Abolish the political parties

In the upcoming elections, many Americans anxiously await the official backing of a Republican candidate. Voters have held signs, attended rallies, ad donated millions of dollars in order to give their favorite candidate a better shot at appearing on the Republican ticket. A barrage of political advertisements have appeared on television, backed by Political Action Committees that have amassed enormous amounts of cash in order to promote a special interest through a candidate. Debates are followed with debates and press rallies and conversations on news stations, all to decide who will be the best option to put into the game of political agendas and become the new face for a party.

When our political system is examined for what it truly is, or at least has become, it more closely resembles a sporting match or a reality game show than a body of people trying to somehow better the lives of the American people. In all honesty, the adherence to political parties is appalling, and absolutely must be abandoned.

Most political ideas of today are categorized, as is the American way, into conservative or liberal, republican or democrat. Often, voters will reject ideas, written petitions, even entire groups of people simply because they affiliate with a certain political party. Many voters base their decision entirely on which party a candidate belongs to, rather than the issues that candidate stands for.

The system of Democrat versus. Republican has crippled our government and allowed corruption to take a deeply rooted front row seat in Washington D.C. The corruption is not derived from individuals who seek their own personal gain, but comes from the exploitation of the political system.

Consider special interest groups, for example, where wealthy individuals are able to contribute large amounts of money to a certain candidate, directly affecting their success rate, in order to ensure that their special interest issue is addressed favorably.

Often that particular candidate is able to overpower their lesser known opponents and because of the notion of one party versus. another, all other potential runners are eliminated. The system of political parties allows for only two sides of an issue, often creating uncompromising situations and placing massive roadblocks in legislation.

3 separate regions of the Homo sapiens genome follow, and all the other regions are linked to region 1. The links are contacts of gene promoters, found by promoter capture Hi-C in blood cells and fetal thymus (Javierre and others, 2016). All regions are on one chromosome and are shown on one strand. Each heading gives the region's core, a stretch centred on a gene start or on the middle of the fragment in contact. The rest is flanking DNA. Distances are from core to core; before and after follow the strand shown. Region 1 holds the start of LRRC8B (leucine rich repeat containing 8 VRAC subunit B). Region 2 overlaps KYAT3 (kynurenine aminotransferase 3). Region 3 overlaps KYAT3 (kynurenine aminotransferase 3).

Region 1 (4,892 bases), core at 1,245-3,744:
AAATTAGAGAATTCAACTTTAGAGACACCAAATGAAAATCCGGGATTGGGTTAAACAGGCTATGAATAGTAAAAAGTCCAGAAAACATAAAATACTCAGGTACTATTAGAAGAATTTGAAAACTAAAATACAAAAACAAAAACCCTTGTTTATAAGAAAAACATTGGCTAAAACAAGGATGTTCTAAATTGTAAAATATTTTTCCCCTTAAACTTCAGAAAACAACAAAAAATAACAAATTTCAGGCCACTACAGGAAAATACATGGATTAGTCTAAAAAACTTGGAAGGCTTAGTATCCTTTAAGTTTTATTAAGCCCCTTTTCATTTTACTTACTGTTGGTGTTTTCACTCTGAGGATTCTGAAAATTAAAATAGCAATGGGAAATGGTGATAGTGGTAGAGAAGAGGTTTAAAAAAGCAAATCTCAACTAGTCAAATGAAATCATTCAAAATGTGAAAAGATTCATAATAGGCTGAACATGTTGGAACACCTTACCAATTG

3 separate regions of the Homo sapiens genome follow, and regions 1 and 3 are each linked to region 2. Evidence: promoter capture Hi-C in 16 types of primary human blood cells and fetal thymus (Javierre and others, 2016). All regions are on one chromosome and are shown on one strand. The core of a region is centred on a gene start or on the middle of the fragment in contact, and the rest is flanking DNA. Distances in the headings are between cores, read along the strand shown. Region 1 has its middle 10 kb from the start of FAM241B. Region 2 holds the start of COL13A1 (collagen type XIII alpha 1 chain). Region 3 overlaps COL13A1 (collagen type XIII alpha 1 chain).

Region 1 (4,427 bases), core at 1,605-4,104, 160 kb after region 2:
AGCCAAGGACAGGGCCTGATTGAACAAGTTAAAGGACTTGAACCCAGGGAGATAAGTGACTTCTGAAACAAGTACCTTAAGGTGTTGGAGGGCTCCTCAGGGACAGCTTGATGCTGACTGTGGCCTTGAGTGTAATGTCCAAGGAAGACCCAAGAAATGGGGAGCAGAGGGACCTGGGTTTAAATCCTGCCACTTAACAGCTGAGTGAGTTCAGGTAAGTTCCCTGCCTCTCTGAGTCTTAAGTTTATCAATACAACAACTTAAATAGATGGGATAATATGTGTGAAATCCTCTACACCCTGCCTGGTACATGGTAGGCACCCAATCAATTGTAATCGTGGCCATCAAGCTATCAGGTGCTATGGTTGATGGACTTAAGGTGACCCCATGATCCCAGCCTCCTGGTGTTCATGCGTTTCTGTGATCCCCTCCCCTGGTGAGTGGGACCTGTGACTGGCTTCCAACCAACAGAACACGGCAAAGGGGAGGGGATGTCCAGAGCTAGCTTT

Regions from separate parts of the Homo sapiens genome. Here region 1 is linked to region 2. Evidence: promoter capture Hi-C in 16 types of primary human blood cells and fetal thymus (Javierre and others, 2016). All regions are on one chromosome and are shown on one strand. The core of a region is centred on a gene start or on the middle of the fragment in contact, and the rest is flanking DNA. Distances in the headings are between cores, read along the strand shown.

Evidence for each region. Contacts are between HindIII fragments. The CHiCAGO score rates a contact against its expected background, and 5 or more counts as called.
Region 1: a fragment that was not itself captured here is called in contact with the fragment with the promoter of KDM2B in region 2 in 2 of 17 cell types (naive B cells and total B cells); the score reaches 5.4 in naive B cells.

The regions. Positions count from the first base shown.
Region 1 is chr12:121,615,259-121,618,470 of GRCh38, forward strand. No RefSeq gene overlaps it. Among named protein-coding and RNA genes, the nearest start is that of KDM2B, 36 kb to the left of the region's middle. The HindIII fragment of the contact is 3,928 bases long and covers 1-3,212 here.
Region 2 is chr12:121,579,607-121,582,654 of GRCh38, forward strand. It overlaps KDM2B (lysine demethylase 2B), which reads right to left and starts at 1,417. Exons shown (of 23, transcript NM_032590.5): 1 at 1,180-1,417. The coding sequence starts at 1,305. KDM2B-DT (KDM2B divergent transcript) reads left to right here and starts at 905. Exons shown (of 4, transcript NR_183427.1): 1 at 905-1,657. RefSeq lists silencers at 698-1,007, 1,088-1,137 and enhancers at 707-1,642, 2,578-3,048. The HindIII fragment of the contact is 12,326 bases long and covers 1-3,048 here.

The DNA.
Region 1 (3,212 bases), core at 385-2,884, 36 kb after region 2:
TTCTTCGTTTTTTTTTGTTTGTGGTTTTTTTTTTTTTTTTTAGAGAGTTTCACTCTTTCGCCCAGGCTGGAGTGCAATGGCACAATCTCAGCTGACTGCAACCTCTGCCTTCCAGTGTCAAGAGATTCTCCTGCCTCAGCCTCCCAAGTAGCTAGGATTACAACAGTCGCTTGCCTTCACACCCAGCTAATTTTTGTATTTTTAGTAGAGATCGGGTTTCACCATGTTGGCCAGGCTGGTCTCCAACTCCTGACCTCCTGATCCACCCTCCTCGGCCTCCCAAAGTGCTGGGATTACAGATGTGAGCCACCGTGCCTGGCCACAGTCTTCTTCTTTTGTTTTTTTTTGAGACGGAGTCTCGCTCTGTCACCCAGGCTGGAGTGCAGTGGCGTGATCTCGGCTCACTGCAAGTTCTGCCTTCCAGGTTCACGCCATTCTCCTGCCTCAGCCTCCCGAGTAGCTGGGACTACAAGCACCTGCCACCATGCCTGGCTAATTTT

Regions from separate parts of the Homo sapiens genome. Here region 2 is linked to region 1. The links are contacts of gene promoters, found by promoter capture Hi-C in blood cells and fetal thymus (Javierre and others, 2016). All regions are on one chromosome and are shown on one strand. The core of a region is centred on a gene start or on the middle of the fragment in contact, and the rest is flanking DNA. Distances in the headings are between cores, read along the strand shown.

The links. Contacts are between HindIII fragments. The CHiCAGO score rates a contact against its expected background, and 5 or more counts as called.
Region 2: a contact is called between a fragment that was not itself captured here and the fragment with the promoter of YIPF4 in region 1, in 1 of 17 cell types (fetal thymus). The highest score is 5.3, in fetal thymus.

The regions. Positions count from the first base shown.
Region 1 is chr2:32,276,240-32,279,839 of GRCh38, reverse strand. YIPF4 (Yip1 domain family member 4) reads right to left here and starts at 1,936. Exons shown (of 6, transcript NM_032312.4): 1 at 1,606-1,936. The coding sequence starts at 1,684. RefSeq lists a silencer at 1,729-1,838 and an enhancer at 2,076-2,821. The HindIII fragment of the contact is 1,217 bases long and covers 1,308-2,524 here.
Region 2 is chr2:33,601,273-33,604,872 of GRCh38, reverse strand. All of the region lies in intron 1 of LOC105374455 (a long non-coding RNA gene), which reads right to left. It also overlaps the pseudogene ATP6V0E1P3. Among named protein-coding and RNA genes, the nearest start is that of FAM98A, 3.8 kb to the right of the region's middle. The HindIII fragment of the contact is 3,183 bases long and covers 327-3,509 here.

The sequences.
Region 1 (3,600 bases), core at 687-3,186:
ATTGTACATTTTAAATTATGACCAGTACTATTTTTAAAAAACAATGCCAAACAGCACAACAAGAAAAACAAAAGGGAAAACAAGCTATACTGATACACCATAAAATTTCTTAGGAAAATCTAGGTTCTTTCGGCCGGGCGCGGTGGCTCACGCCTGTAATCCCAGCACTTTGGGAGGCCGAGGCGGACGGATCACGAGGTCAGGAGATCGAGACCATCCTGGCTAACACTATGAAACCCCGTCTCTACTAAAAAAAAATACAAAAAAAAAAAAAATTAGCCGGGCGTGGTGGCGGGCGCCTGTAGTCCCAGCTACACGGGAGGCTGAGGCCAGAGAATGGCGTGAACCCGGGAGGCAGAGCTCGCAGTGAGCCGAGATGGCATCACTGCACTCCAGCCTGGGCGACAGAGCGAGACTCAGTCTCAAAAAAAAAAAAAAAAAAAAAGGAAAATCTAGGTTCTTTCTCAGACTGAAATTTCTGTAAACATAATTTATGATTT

Backing a party is inherently counter-intuitive to selecting a good candidate for political office. The purpose of a political party is to keep the majority in office, which means they are unintentionally set up to select representatives that are likely to be successful, rather than those that most accurately reflect their ideas. Furthermore, opposing political parties are viewed as threats, and therefore compromise becomes a defeat rather than a solution to a complex national problem.

The system of voting in the United States would be radically different if voters were to first consider the issues they care about, then select a candidate based on their stance on those issues.

For starters, third party candidates would stand a much higher chance at getting elected, as well as those who came in second or even third in various polls. It would be a system where a presidential ticket would not be limited to two realistic candidates, but rather several options, voted on directly by the people rather than by groups of bureaucrats.

Campaigns would not be all abut out-spending each other, since money would be widely distributed among numerous candidates. It would create an atmosphere where the race for an election is not a battle royal between two mud-slinging contenders, but rather one that focuses on issues, rather than party alignment.

According to an article in The Hill, “54 [percent] of respondents in the Hill 2010 Midterm Election Poll said they’d like an alternative to the Democrats and Republicans.” That is not a deviant viewpoint.

The time for limited political thinking has long since passed. If we are to be a nation that truly promotes democracy, we have to actively reject political party alignment and focus on the issues at stake.

Even George Washington in his farewell address warned against the establishment of political parties, saying they “put, in the place of the delegated will of the nation, the will of a party.” I have to agree with Washington and strongly suggest that Americans think of themselves, not as Democrats or Republicans, but as simply “voters.”

Story by Ryan Stevens Columnist

Stevens is a sophomore majoring in English and French. Comments can be sent to rstevens15@my.whitworth.edu.

 

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